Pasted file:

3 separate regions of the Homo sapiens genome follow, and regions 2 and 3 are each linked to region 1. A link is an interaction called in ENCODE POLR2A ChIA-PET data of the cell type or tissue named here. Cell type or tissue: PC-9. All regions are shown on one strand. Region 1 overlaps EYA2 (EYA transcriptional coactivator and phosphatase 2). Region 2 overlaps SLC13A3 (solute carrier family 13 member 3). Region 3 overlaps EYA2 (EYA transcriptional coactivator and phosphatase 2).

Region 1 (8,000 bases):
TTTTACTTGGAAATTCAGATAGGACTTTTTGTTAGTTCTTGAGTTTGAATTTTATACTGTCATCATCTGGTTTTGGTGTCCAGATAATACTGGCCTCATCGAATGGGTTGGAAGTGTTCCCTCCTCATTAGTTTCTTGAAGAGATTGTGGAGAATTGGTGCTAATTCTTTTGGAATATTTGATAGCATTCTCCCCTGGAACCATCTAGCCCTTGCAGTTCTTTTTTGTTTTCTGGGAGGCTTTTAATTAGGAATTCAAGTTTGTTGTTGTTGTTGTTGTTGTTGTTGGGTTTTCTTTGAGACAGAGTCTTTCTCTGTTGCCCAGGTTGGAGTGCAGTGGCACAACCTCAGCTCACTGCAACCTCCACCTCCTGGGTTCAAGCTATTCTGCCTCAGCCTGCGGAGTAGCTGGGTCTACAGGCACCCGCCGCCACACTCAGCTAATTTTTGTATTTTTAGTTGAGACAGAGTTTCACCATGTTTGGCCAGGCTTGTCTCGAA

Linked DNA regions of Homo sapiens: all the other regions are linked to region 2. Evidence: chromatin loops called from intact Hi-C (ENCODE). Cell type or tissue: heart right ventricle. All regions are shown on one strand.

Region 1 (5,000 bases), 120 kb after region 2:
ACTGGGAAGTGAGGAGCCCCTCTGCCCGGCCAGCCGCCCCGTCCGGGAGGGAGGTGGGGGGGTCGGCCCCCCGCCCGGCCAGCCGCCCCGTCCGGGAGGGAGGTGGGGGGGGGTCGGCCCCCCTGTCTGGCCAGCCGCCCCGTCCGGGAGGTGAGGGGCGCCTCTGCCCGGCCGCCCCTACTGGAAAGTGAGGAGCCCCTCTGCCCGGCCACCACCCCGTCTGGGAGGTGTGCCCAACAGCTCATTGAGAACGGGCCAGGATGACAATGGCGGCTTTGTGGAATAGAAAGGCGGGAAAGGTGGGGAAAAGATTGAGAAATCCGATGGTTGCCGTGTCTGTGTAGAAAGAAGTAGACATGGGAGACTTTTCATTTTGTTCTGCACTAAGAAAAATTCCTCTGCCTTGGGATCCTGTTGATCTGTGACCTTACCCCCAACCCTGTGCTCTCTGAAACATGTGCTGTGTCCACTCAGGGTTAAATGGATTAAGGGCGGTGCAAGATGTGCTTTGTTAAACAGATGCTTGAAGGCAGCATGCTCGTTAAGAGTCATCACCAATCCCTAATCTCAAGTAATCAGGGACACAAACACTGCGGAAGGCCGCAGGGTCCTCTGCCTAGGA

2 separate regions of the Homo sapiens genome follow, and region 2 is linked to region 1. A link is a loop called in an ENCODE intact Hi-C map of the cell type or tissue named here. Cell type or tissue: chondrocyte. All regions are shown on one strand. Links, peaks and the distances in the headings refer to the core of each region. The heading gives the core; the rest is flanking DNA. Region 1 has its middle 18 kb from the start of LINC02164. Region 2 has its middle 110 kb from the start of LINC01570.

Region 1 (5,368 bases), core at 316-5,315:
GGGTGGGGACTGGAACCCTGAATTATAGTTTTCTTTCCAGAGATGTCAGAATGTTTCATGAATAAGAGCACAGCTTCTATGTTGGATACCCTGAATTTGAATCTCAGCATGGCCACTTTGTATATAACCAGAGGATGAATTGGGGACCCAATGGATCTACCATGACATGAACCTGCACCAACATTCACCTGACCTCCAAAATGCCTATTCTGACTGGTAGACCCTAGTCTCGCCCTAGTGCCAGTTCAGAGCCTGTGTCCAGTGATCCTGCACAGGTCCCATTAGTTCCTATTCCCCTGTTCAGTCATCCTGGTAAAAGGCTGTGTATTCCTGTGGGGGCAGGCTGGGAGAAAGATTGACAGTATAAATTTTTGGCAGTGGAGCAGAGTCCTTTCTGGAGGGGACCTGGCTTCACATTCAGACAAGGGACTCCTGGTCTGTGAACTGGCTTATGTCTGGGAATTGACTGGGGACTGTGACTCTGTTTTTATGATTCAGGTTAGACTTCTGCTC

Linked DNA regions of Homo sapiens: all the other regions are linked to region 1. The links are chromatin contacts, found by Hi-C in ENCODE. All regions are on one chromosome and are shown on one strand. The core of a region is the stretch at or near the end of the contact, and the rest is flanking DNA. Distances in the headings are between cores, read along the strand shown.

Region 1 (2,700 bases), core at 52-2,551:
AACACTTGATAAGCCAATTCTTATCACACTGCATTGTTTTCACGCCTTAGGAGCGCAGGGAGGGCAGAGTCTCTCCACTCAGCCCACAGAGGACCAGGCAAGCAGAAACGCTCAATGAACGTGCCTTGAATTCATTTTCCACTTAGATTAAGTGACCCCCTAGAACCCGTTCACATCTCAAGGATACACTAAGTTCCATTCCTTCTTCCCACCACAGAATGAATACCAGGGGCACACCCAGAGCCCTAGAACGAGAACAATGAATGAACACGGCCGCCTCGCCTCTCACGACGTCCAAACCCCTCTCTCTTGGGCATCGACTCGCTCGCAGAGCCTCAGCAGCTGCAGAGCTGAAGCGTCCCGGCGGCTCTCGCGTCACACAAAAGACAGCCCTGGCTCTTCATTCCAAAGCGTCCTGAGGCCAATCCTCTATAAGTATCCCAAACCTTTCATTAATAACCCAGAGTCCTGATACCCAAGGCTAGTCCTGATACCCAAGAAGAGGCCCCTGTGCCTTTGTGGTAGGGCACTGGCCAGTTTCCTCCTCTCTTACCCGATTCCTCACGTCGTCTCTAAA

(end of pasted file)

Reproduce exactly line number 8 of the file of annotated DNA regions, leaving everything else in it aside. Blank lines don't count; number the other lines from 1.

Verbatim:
Region 1 (5,368 bases), core at 316-5,315: